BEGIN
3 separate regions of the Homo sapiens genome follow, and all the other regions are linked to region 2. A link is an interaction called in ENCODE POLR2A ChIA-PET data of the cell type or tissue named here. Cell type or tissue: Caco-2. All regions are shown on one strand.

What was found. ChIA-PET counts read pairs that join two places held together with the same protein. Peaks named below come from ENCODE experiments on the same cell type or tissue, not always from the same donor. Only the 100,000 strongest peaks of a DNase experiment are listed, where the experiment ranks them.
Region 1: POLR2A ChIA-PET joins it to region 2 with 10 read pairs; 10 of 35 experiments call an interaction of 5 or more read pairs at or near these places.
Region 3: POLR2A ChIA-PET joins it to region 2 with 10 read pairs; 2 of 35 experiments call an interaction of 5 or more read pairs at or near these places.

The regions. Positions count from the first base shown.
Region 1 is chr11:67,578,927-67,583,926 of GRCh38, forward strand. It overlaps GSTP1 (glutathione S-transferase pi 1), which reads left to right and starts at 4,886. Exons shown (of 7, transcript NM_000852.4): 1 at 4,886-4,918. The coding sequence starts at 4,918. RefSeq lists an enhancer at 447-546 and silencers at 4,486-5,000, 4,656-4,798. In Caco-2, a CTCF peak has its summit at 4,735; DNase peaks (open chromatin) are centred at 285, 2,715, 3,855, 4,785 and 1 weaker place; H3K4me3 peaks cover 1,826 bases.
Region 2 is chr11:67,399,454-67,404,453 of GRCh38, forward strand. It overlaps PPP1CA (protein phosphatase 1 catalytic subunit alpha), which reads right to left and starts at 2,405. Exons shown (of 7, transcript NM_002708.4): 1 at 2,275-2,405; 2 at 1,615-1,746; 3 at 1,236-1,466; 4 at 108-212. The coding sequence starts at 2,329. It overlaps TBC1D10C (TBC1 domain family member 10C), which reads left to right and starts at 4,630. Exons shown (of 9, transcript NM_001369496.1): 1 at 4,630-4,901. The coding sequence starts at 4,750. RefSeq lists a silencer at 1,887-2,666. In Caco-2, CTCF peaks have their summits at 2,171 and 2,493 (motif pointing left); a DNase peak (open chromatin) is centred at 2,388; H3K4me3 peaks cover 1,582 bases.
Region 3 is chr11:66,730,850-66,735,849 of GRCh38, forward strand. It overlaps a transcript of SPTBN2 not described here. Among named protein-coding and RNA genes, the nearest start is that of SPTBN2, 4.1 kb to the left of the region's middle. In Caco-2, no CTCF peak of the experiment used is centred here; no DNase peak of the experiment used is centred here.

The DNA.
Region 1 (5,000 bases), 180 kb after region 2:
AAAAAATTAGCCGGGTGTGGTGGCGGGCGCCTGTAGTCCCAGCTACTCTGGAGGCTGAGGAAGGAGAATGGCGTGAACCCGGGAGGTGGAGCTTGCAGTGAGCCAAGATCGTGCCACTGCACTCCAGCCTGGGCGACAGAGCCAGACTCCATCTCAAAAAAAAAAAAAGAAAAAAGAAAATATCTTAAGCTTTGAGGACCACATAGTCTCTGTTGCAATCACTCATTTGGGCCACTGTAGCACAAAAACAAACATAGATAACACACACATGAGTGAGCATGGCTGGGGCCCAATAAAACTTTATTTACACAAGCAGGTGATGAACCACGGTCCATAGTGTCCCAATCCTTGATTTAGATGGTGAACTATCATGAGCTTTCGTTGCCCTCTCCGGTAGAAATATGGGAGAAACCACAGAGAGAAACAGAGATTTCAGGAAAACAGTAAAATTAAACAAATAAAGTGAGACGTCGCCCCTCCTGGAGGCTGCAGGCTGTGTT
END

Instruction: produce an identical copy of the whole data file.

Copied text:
3 separate regions of the Homo sapiens genome follow, and all the other regions are linked to region 2. A link is an interaction called in ENCODE POLR2A ChIA-PET data of the cell type or tissue named here. Cell type or tissue: Caco-2. All regions are shown on one strand.

What was found. ChIA-PET counts read pairs that join two places held together with the same protein. Peaks named below come from ENCODE experiments on the same cell type or tissue, not always from the same donor. Only the 100,000 strongest peaks of a DNase experiment are listed, where the experiment ranks them.
Region 1: POLR2A ChIA-PET joins it to region 2 with 10 read pairs; 10 of 35 experiments call an interaction of 5 or more read pairs at or near these places.
Region 3: POLR2A ChIA-PET joins it to region 2 with 10 read pairs; 2 of 35 experiments call an interaction of 5 or more read pairs at or near these places.

The regions. Positions count from the first base shown.
Region 1 is chr11:67,578,927-67,583,926 of GRCh38, forward strand. It overlaps GSTP1 (glutathione S-transferase pi 1), which reads left to right and starts at 4,886. Exons shown (of 7, transcript NM_000852.4): 1 at 4,886-4,918. The coding sequence starts at 4,918. RefSeq lists an enhancer at 447-546 and silencers at 4,486-5,000, 4,656-4,798. In Caco-2, a CTCF peak has its summit at 4,735; DNase peaks (open chromatin) are centred at 285, 2,715, 3,855, 4,785 and 1 weaker place; H3K4me3 peaks cover 1,826 bases.
Region 2 is chr11:67,399,454-67,404,453 of GRCh38, forward strand. It overlaps PPP1CA (protein phosphatase 1 catalytic subunit alpha), which reads right to left and starts at 2,405. Exons shown (of 7, transcript NM_002708.4): 1 at 2,275-2,405; 2 at 1,615-1,746; 3 at 1,236-1,466; 4 at 108-212. The coding sequence starts at 2,329. It overlaps TBC1D10C (TBC1 domain family member 10C), which reads left to right and starts at 4,630. Exons shown (of 9, transcript NM_001369496.1): 1 at 4,630-4,901. The coding sequence starts at 4,750. RefSeq lists a silencer at 1,887-2,666. In Caco-2, CTCF peaks have their summits at 2,171 and 2,493 (motif pointing left); a DNase peak (open chromatin) is centred at 2,388; H3K4me3 peaks cover 1,582 bases.
Region 3 is chr11:66,730,850-66,735,849 of GRCh38, forward strand. It overlaps a transcript of SPTBN2 not described here. Among named protein-coding and RNA genes, the nearest start is that of SPTBN2, 4.1 kb to the left of the region's middle. In Caco-2, no CTCF peak of the experiment used is centred here; no DNase peak of the experiment used is centred here.

The DNA.
Region 1 (5,000 bases), 180 kb after region 2:
AAAAAATTAGCCGGGTGTGGTGGCGGGCGCCTGTAGTCCCAGCTACTCTGGAGGCTGAGGAAGGAGAATGGCGTGAACCCGGGAGGTGGAGCTTGCAGTGAGCCAAGATCGTGCCACTGCACTCCAGCCTGGGCGACAGAGCCAGACTCCATCTCAAAAAAAAAAAAAGAAAAAAGAAAATATCTTAAGCTTTGAGGACCACATAGTCTCTGTTGCAATCACTCATTTGGGCCACTGTAGCACAAAAACAAACATAGATAACACACACATGAGTGAGCATGGCTGGGGCCCAATAAAACTTTATTTACACAAGCAGGTGATGAACCACGGTCCATAGTGTCCCAATCCTTGATTTAGATGGTGAACTATCATGAGCTTTCGTTGCCCTCTCCGGTAGAAATATGGGAGAAACCACAGAGAGAAACAGAGATTTCAGGAAAACAGTAAAATTAAACAAATAAAGTGAGACGTCGCCCCTCCTGGAGGCTGCAGGCTGTGTT